The wild yak has a dense undercoat of soft, close-matted hair which is covered by generally dark brown to black outer hair. Its long, shaggy coat reaches almost to the ground. The wild yak can weigh up to 1000 kg (2200 lb) with a shoulder height of over 2 m (6.5'). It occurs in treeless uplands, including plains, hills, and mountains, from as low as 3200 m (10,500') up to the limit of vegetation at about 5400 m (18,000'). It stays in high areas with permanent snow during the warmer months of August and September, and spends the rest of the year at lower elevations. The wild yak grazes on grasses, herbs and lichens. Ordinarily it gathers in groups of 10 - 30 or more, but it may occasionally be observed in large groups of 100 - 200.
The wild yak was once numerous and widespread on the entire Tibetan plateau north of the Himalayas. Currently it is found in remote areas of the Tibetan plateau and adjacent highlands, including Gansu Province, China, with a few having been observed in the Chang Chenmo Valley of Ladakh (eastern Kashmir, India). Wild yak distribution is highly clumped, with most animals in widely scattered herds, concentrated in the areas with little disturbance by humans. A survey conducted in 2003 found increasing populations of wild yak compared to previous surveys taken 10 years earlier.
Uncontrolled hunting by natives and military personnel is the main reason for the wild yak's decline. Its range has been reduced by more than half during this century. Poaching remains the main current threat. The wild yak has lost most of the best alpine meadow and steppe habitat to pastoralists. Problems are also caused by habitat disturbance, hybridization and competition with domestic yaks, and disease transmitted by domestic yaks.
The yak was probably domesticated in Tibet during the first millennium B.C., and domesticated animals now occur throughout the high plateaus and mountains of Central Asia, in association with people. Yaks found in zoos are usually of the domesticated variety, which is smaller than the wild yak. There are now more than 12 million domestic yaks in the highlands of Central Asia.
The wild yak is supremely well adapted to the harsh highlands with its thick coat, great lung capacity, and ability to clamber nimbly over rough terrain. Even its blood cells are designed for high elevations - they are about half the size of those of cattle and are at least three times more numerous, thus increasing its blood’s capacity to carry oxygen. Its thick coat and low number of sweat glands are also efficient adaptations for conserving heat. (Schaller 1998)
*** In winter the yak survives temperatures as low as - 40 deg C (- 40 deg F).
*** Wild yak herds travel on snow in single file, carefully stepping on footprints left by the lead yak.
Status and Trends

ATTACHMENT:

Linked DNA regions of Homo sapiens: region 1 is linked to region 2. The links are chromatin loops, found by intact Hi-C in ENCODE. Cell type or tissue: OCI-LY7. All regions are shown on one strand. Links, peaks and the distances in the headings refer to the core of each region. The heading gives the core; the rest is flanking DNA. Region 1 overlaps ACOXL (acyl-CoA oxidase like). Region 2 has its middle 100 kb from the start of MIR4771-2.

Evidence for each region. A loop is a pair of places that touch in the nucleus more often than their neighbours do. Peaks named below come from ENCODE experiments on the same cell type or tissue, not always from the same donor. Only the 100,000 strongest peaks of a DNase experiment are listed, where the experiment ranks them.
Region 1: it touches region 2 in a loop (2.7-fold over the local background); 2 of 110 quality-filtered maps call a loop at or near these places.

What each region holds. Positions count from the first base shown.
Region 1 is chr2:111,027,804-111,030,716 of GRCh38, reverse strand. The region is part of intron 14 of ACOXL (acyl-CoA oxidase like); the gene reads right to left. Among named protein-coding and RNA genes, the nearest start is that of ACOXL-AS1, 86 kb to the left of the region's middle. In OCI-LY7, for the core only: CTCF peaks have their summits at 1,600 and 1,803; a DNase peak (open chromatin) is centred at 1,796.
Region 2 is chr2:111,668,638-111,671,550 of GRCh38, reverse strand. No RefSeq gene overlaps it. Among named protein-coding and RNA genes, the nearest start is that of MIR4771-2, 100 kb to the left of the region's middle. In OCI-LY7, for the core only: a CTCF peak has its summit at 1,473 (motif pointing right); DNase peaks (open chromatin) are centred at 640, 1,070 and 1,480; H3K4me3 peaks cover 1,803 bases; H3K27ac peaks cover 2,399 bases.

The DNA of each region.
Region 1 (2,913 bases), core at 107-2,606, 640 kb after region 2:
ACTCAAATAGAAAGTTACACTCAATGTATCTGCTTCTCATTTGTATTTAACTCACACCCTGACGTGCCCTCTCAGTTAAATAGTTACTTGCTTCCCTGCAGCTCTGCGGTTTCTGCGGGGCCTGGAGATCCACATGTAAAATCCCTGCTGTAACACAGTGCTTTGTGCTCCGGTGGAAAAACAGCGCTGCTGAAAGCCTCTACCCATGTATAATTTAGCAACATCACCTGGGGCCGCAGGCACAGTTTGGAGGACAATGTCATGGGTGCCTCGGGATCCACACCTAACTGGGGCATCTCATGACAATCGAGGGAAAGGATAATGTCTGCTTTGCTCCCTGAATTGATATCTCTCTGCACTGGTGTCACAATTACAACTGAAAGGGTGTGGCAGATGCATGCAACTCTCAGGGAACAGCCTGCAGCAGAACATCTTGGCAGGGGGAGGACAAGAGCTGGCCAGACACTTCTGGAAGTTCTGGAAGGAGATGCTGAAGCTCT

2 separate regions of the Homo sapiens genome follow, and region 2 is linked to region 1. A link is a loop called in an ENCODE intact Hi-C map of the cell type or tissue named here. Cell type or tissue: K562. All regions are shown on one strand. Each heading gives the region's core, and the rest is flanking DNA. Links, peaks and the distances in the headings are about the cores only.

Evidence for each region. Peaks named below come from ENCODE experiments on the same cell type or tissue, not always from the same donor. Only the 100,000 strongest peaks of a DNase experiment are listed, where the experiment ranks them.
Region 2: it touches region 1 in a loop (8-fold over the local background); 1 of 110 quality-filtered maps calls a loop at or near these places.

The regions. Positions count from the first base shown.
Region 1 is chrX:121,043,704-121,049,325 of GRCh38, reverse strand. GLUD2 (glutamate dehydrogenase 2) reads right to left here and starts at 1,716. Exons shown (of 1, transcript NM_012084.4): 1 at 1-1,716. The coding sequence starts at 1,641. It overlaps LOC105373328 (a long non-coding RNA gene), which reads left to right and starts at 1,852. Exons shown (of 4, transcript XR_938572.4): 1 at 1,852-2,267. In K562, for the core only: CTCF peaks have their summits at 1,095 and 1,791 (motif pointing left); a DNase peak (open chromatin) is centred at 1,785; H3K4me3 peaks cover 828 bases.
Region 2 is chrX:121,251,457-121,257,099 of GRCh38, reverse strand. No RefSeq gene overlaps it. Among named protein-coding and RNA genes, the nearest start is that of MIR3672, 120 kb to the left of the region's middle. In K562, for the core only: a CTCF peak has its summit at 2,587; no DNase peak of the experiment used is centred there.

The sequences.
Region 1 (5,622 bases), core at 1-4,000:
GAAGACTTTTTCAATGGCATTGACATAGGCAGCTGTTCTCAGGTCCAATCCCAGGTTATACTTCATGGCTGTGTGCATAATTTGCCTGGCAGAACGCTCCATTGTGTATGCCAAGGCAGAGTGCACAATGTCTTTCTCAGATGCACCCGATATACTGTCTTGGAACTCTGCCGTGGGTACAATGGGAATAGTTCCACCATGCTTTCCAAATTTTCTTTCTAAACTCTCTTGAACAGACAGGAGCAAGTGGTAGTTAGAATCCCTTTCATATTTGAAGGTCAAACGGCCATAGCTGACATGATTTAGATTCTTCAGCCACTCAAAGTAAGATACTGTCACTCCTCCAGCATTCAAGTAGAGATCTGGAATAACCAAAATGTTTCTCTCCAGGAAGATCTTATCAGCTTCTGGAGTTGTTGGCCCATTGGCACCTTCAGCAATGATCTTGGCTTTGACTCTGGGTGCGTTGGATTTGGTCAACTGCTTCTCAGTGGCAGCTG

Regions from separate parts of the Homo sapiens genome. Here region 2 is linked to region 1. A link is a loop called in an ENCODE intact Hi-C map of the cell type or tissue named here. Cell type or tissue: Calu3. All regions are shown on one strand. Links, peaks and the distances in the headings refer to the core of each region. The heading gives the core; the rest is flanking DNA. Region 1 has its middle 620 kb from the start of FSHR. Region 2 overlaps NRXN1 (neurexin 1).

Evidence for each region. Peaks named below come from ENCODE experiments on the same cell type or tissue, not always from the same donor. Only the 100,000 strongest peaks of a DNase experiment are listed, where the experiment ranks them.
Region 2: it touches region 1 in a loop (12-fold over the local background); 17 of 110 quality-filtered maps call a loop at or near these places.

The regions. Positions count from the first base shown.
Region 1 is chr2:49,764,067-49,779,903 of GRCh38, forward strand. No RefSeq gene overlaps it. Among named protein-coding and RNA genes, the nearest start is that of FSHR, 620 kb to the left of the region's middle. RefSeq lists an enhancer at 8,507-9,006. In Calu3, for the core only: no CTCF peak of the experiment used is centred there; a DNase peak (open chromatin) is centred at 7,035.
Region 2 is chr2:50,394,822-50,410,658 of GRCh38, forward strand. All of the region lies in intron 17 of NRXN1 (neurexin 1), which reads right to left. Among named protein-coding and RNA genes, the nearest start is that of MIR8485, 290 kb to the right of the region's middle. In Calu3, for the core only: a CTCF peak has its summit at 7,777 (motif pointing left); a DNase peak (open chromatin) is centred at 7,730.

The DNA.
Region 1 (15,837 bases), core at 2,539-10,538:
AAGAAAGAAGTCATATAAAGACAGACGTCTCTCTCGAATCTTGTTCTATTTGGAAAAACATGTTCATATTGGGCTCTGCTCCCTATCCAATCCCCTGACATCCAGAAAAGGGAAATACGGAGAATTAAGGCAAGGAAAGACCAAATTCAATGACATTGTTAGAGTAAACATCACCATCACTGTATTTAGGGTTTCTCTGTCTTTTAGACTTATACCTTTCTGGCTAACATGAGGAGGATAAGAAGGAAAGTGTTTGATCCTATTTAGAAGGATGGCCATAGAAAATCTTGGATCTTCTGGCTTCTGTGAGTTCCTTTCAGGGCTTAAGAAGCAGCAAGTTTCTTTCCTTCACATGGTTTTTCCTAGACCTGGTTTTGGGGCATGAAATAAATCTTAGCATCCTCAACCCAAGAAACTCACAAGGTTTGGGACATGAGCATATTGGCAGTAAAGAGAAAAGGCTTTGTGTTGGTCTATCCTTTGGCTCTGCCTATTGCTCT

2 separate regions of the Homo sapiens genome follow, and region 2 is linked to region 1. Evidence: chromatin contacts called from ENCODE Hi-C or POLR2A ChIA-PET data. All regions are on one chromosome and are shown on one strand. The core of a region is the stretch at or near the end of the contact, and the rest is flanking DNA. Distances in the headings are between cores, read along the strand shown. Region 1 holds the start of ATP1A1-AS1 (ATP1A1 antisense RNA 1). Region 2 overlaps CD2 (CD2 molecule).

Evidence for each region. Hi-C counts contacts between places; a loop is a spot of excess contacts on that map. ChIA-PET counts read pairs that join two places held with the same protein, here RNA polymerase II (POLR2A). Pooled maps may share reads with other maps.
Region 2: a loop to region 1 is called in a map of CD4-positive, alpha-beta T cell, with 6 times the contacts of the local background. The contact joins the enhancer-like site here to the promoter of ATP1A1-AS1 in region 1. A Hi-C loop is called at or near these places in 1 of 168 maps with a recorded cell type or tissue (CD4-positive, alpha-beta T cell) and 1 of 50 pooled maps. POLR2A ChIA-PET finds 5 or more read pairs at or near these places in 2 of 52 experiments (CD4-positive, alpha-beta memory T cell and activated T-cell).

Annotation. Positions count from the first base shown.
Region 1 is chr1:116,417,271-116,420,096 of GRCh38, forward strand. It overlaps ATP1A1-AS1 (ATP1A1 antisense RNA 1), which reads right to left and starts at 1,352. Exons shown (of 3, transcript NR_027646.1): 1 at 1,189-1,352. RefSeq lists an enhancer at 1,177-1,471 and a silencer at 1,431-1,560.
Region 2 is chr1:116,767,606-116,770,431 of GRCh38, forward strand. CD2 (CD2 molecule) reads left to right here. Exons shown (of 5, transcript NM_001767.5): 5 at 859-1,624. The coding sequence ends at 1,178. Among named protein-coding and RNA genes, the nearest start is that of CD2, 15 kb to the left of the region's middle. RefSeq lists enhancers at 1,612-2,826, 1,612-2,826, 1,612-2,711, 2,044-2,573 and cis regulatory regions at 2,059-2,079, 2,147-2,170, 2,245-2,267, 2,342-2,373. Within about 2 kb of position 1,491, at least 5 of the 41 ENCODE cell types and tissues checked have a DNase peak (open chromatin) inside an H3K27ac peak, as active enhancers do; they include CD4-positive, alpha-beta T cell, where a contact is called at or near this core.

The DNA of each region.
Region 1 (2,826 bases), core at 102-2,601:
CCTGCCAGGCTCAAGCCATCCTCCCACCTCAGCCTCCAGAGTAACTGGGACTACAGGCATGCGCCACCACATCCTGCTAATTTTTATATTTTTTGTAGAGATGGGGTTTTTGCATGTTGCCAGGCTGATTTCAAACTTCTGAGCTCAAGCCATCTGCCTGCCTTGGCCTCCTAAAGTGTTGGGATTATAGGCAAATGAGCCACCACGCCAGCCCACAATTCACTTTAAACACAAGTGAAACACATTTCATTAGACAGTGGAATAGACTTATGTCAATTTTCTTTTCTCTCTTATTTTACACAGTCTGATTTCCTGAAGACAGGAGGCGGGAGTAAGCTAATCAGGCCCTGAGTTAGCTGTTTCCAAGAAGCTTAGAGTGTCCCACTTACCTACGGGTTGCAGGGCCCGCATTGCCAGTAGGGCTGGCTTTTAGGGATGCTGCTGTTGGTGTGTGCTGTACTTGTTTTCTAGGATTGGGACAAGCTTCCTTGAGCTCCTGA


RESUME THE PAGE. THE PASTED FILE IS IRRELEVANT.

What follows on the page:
1960's - 1994: Endangered
1996: Vulnerable (Criteria: A1d+2d, C1)
2000 - 2004: Vulnerable (Criteria: A1cd+2cd, C1) (Population Trend: Decreasing) (IUCN 2004)
Countries Where the Wild Yak Is Currently Found:
2004: Occurs in China and India. May be extinct in Nepal. (IUCN 2004)
[Note: Figures given are for wild populations only.]
1995: A preliminary estimate of around 15,000 (Schaller 1998)
2003: Likely to be less than 10,000 mature individuals (IUCN 2004)
History of Distribution:
The wild yak was once numerous and widespread on the entire Tibetan plateau north of the Himalayas, in central China, India (Ladakh), Bhutan and Nepal. By around 1970 it was thought to occur only in remote areas, mainly in the northern and especially the northeastern parts of Tibet above 4000 m (13,000'), with a few animals still existing in Sikkim.
Currently it is found in remote areas of the Tibetan plateau and adjacent highlands, including Gansu Province, China, with a few having been observed in the Chang Chenmo Valley of Ladakh (eastern Kashmir, India). Wild yak distribution is highly clumped, with most animals in widely scattered herds, concentrated in the areas with little disturbance by humans.
For the most part, the wild yak's eastern limit now lies at the transition zone between alpine meadow in the east and alpine steppe in the west. From here its range extends westward through southwestern Qinghai Province, China. The western limit of the wild yak's distribution lies between the Karakoram and Kunlun Ranges in an area known as the Aksai Chin. (Oakland Zoo, Schaller 1998) A recent survey conducted on the Tibetan plateau by American and Chinese scientists found increasing populations of wild yak compared to previous surveys taken 10 years earlier. Tibet's Forestry Department has apparently made wildlife protection a priority, with the result that populations of rare animals are rebounding. (Schaller 2003)